By the time the touring cycle for Underwater wraps up this fall, Elephant Gym will have been on and off the road for 18 months, traversing the highways and byways of Japan, China, the American continent, and Europe, taking their music to places that they, by their own admission, never thought it would reach.

"This album has brought us to many places that were far beyond our wildest imagination, and we are still trying to adapt to this kind of working pressure," says Chia-Chin of how the band has navigated this unfamiliar territory.

Once the band is done with its 2019 dates, the three of them will take a well-deserved break in the first half of 2020, resuming activities later in the year. When that time comes, the band has plans to do more of something it did on Underwater, collaborating with singers who perform in different tongues, as they did on the song "Moonset," a dreamy, funky number wherein vocals were handled by singer/songwriter YeYe in her native Japanese.

"To cooperate with different artists is bitter sweet," Tell explains. "Almost every artist has a unique world vision and a special toolkit, such as languages, rhetoric, instruments. After the collision of two or even more different cultures, how to bring all these cultural fragments together is a lengthy and challenging journey."

Any challenges they might face along the way are worth it, however, says Tell. Together, he, KT, and Chia-Chin have figured out how to weather this first storm, but they know that with growing fame will come stronger winds. This, Tell goes on, was not something they or anyone could be fully prepared for. It's something you just have to experience. Then it either kills you, or it makes you stronger.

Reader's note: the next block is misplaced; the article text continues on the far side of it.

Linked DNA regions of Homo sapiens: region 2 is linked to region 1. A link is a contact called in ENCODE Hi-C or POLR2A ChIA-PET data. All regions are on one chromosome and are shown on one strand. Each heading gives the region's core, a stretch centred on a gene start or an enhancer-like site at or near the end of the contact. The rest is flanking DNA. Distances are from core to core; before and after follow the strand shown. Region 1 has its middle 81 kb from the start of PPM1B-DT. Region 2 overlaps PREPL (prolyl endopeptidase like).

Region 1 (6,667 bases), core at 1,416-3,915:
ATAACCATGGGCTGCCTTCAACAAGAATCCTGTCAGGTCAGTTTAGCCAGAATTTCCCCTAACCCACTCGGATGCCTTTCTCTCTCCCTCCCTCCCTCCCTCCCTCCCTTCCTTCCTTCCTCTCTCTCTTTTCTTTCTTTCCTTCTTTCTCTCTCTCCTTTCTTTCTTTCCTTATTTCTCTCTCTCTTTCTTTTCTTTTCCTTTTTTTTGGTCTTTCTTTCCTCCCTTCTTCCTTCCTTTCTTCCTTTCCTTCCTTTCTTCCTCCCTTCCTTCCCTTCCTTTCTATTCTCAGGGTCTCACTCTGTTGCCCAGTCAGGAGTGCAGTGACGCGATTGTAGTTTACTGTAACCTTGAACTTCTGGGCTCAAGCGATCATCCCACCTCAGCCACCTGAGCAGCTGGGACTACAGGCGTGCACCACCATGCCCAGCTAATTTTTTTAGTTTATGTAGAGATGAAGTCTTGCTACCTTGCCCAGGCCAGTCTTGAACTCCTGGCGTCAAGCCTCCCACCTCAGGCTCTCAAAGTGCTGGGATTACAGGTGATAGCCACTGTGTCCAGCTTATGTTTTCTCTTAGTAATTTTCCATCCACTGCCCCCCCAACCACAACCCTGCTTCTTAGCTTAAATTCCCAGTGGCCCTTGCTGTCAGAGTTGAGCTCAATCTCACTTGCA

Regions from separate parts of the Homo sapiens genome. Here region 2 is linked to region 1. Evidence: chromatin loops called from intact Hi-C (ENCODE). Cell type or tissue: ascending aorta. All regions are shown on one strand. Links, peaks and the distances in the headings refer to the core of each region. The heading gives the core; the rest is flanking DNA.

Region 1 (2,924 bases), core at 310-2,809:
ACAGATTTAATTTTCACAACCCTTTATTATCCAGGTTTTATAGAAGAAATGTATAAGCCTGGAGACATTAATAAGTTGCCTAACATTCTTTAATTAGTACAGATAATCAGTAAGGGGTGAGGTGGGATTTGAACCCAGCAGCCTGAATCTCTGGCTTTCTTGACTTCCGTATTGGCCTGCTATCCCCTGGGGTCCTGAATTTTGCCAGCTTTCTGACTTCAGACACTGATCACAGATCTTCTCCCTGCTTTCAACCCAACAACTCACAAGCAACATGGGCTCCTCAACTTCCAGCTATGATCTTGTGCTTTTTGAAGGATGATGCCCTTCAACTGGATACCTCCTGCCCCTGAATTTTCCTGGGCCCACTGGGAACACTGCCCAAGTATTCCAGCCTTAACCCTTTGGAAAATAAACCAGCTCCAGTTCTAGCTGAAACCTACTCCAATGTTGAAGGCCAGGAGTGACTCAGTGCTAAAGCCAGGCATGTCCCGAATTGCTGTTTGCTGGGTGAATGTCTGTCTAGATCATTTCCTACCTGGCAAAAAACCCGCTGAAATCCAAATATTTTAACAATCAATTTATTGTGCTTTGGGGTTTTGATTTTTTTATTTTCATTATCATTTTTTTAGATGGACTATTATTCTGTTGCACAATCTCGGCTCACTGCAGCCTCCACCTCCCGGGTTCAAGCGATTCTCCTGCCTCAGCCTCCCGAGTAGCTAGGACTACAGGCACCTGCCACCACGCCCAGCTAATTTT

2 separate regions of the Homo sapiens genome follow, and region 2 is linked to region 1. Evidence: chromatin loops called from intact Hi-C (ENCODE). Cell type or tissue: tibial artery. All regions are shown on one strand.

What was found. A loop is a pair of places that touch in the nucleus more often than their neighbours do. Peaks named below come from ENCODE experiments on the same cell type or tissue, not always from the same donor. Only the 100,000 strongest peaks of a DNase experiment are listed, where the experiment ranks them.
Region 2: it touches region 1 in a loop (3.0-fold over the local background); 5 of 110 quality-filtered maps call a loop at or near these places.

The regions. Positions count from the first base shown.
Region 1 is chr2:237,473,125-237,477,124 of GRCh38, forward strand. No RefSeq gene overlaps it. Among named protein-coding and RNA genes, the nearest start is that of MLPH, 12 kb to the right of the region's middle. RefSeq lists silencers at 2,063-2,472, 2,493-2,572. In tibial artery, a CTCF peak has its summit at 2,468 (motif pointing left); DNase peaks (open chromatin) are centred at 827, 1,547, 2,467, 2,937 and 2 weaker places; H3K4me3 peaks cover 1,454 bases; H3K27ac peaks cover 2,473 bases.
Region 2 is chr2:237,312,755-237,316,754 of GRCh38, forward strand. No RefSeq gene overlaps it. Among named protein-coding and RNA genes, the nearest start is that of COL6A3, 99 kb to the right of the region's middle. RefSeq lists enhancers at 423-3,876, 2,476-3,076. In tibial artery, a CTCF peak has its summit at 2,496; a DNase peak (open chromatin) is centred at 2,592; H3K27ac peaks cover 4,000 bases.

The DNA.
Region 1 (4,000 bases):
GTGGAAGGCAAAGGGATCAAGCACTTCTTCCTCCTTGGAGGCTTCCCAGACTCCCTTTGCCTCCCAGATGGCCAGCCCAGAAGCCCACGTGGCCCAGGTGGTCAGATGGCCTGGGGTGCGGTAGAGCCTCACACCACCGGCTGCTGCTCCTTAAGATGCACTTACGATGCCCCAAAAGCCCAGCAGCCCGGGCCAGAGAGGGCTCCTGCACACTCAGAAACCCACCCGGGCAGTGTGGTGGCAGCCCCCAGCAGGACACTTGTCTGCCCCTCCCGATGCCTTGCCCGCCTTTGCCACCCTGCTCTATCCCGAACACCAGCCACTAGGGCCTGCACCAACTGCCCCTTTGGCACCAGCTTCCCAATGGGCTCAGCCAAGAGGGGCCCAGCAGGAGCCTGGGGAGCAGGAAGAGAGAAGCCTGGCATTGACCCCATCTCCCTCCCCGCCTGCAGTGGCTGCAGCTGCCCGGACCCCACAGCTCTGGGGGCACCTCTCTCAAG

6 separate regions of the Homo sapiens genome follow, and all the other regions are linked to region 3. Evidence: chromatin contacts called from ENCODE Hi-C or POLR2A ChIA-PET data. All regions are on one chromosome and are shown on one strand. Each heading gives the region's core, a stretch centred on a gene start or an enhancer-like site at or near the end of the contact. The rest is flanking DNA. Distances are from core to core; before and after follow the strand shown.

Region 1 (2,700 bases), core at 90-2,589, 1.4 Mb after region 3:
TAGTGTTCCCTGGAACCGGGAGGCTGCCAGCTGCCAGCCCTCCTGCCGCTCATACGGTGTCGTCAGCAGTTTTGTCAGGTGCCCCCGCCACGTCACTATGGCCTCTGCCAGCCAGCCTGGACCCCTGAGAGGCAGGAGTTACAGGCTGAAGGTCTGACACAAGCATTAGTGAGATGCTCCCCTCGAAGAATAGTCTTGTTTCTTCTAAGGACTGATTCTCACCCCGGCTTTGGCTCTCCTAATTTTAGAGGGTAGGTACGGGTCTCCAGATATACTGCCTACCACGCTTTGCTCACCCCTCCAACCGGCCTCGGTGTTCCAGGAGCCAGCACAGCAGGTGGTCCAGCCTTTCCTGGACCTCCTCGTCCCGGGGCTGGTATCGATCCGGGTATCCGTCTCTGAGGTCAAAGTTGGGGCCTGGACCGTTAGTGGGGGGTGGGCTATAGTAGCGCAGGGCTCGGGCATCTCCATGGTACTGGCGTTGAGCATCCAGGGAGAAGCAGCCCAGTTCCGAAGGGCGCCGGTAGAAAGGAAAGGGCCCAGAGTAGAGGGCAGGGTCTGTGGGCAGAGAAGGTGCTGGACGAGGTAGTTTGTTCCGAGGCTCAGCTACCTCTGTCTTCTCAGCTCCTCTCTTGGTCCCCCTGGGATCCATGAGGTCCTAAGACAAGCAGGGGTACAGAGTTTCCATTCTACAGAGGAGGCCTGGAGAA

"The stress on our mental and physical conditions was unexpectedly huge after the tours," he says candidly. "How to keep the novelty of playing music and arrange a proper scale for our performances is the next issue we will face."

Before further growth, though, rest is needed. A hibernation before the spring.

"We really need an intermission to digest all the sudden thoughts during this fast-lane period," says Chia-Chin.

And so the New Wave of Taiwan Indie Rock waits for the disturbers of its waters to return. When they do, Elephant Gym will ride the wave and spur it on as far as it will take them—as far as they will take it.